The UK condemns all attacks by terrorist groups in north-east Nigeria, including those against Christians, but communities of all faiths have suffered; in fact, the majority of victims are Muslims. The Prime Minister discussed our concerns and UK support with President Buhari in January. My hon. Friend the Member for Gillingham and Rainham (Rehman Chishti), the Prime Minister’s excellent special envoy for freedom of religion or belief, who is in his place, also discussed the violence recently with President Buhari’s chief of staff and has had a number of other meetings, including briefing the full ministerial team last week.
I thank the Minister for his response. Given that recommendation 2 of the Truro review states that the UK should:
“Articulate an aspiration to be the global leader in championing FoRB”—
freedom of religion or belief—and that the UK Government have committed to all its recommendations, what more does the Minister think the Government can do to assert pressure on the Nigerian Government? Will he also be considering the claims of asylum seekers from the Nigerian community?
As the hon. Lady says, we accept in full the Truro recommendations. I am meeting the Prime Minister’s envoy again to discuss progress—I think we are about halfway through. The point I gently make is that the situation is quite complicated. Religious belief is central to the identity of many in Nigeria, but the underlying drivers of conflict go beyond to ethnic rivalries, criminal banditry, competition over land and water, and the settled community and the nomadic Fulani community. There is a lot of complexity to work through, but I will continue to do that with the Prime Minister’s envoy. I am more than happy to work with the all-party group on Nigeria, of which I was once secretary, as well as the hon. Lady and other interested parties.
I thank the Minister for that answer. On the question posed earlier about the United Kingdom being a leader and champion on freedom of religion or belief, will the Minister clarify that the UK, not just bilaterally but through other forums such as the International Religious Freedom Alliance and the International Contact Group in Geneva last week, has raised the issue of Nigeria? As the Prime Minister’s envoy, I can say that the UK is taking forward with ministerial colleagues the issue of Nigeria at every level. Recommendations 12 and 13 of the Truro review, as well as recommendation 2, cover the work we do on Nigeria with non-governmental organisations, both in the UK and with our counterparts around the world.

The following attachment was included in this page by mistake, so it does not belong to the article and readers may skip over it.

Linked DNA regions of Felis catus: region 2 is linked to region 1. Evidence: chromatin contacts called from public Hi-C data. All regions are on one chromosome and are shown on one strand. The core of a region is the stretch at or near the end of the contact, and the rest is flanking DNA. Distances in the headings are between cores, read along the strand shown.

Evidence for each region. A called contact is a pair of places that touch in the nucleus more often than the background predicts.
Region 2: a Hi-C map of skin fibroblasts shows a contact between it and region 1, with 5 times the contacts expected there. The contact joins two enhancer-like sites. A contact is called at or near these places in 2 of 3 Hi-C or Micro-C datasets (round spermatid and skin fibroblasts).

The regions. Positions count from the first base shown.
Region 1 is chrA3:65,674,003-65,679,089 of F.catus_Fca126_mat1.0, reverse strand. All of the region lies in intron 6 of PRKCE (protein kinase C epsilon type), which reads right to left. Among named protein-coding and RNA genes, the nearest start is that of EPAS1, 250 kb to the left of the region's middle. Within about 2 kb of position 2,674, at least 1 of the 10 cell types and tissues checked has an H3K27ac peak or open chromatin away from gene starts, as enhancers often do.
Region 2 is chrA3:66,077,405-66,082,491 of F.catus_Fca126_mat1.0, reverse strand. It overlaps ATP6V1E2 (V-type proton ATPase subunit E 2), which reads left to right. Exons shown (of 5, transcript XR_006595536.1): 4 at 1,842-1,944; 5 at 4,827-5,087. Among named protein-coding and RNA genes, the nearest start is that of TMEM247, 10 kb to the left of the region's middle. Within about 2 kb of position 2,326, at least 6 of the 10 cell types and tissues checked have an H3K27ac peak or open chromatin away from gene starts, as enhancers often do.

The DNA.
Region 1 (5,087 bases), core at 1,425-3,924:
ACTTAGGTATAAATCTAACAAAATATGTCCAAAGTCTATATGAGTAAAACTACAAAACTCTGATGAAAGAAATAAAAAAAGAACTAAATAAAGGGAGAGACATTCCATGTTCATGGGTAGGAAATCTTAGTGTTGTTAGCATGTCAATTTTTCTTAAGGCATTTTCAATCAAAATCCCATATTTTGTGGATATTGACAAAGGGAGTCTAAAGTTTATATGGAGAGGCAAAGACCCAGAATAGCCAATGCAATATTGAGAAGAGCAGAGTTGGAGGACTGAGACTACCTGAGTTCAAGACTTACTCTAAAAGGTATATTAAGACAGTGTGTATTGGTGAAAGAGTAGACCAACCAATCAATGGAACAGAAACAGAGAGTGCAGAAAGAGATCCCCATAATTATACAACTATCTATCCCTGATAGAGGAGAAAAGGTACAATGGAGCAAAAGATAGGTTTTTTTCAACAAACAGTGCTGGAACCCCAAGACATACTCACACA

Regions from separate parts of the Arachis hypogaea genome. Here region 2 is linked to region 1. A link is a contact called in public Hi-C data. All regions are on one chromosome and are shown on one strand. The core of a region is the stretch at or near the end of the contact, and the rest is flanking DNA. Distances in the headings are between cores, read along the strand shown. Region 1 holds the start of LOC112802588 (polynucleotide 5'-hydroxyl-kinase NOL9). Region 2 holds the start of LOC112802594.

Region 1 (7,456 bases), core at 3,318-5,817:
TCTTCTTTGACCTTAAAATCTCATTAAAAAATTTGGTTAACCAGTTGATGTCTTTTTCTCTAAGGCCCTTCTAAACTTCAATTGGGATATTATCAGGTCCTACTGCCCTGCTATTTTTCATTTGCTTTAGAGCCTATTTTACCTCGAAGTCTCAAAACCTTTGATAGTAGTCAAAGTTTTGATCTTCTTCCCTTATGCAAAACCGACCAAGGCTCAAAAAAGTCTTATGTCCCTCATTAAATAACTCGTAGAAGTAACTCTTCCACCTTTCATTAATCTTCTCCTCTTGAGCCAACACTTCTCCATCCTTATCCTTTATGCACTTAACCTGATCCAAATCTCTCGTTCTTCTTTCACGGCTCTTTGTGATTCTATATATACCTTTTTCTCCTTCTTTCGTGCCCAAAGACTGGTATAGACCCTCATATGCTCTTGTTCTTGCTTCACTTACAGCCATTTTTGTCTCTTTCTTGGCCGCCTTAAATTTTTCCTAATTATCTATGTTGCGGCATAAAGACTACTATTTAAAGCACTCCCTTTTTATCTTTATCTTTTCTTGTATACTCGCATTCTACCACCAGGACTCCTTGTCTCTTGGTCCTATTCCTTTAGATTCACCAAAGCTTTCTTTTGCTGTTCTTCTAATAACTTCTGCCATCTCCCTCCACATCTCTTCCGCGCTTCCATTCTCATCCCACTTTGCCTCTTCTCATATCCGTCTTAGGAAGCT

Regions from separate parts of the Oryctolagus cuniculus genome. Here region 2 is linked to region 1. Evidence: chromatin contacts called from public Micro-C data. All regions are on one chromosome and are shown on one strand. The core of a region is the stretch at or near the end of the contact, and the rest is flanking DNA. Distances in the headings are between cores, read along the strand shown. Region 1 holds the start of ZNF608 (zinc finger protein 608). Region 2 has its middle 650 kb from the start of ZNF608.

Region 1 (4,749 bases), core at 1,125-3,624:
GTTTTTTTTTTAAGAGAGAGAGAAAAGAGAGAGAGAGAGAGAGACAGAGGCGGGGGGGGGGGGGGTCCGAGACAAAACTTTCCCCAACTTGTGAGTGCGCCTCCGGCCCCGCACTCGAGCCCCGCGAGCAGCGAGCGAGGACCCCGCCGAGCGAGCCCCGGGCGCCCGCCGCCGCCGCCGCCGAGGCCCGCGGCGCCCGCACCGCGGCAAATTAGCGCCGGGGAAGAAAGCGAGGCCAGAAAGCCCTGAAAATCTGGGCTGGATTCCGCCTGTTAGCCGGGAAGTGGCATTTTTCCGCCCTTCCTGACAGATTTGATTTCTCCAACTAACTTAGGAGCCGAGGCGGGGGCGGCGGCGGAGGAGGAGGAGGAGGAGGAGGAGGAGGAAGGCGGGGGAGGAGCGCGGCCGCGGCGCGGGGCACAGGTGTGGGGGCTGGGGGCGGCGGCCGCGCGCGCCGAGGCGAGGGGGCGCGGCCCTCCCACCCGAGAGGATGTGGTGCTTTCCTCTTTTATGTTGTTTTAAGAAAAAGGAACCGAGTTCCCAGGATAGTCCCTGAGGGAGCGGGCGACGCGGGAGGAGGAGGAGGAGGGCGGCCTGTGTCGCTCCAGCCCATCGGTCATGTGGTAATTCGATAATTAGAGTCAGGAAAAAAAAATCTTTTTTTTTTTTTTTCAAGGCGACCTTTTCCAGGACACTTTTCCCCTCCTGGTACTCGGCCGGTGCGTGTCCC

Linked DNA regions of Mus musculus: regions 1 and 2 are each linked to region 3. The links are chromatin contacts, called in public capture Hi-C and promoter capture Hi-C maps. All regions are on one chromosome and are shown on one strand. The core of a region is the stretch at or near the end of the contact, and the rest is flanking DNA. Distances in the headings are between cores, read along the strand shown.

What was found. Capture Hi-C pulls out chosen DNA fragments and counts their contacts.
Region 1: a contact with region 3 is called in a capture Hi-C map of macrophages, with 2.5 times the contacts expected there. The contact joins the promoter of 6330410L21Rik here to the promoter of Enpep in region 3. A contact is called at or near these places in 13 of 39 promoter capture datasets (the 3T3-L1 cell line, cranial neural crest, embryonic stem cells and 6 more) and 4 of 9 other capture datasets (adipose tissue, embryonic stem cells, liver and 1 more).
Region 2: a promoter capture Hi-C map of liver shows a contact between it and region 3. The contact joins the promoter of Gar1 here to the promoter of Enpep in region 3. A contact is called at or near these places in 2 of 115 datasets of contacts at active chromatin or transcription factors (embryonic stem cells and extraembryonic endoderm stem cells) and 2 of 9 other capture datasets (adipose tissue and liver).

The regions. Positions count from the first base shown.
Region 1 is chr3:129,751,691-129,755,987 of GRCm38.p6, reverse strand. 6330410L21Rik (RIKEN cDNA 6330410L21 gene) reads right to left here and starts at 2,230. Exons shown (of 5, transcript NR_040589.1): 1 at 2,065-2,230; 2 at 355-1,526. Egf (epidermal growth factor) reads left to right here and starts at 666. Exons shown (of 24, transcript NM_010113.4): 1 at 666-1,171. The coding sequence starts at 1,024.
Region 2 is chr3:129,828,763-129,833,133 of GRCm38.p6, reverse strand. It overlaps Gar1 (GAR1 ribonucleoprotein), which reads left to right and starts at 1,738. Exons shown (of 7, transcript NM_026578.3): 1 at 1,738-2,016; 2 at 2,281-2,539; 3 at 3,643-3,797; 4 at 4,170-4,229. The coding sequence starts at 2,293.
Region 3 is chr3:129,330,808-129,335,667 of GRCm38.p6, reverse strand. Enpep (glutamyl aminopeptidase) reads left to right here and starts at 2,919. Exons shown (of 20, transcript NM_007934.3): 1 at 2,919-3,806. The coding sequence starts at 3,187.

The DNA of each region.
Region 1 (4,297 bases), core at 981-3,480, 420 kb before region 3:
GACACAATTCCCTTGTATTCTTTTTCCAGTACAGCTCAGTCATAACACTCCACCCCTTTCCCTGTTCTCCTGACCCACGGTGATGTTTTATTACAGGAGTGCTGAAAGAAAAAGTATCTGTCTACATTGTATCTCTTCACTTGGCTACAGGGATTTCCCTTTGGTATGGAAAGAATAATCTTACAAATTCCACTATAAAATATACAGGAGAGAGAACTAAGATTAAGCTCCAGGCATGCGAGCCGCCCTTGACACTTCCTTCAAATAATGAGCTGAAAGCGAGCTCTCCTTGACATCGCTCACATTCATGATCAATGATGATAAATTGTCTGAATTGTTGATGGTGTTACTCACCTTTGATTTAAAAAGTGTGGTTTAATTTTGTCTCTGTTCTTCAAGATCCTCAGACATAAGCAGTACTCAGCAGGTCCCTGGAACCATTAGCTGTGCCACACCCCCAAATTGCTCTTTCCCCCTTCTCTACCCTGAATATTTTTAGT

My hon. Friend demonstrates his excellence in this area and makes the very valid point that it is about not just bilateral activity, but multilateral activity and the leadership role we have, particularly now as the chair of the Commonwealth and in handing over the baton in Kigali to the Rwandans. We will continue to raise these issues, which we do not see in isolation. These are thematic issues that we raise consistently, both bilaterally and multilaterally.
During the recent discussions, did the Nigerian authorities hold out any hope or prospect that Christian groups and other faith-based groups can look forward to the immediate prospect of a cessation of violence, and some safety and security for the future?
All parties are looking for a greater degree of safety and security, particularly in the north-east. It is a complicated situation that does keep coming back. As one suppresses some problems, others come out. We are working very closely with our Nigerian and international partners in the north-east and across the whole of Nigeria. Nigeria is one of our biggest partners on these and a number of other issues. I will raise them with our high commissioner again. I met our high commissioner last week and will continue to work on these issues, and I look forward to going back to Nigeria to visit friends and colleagues.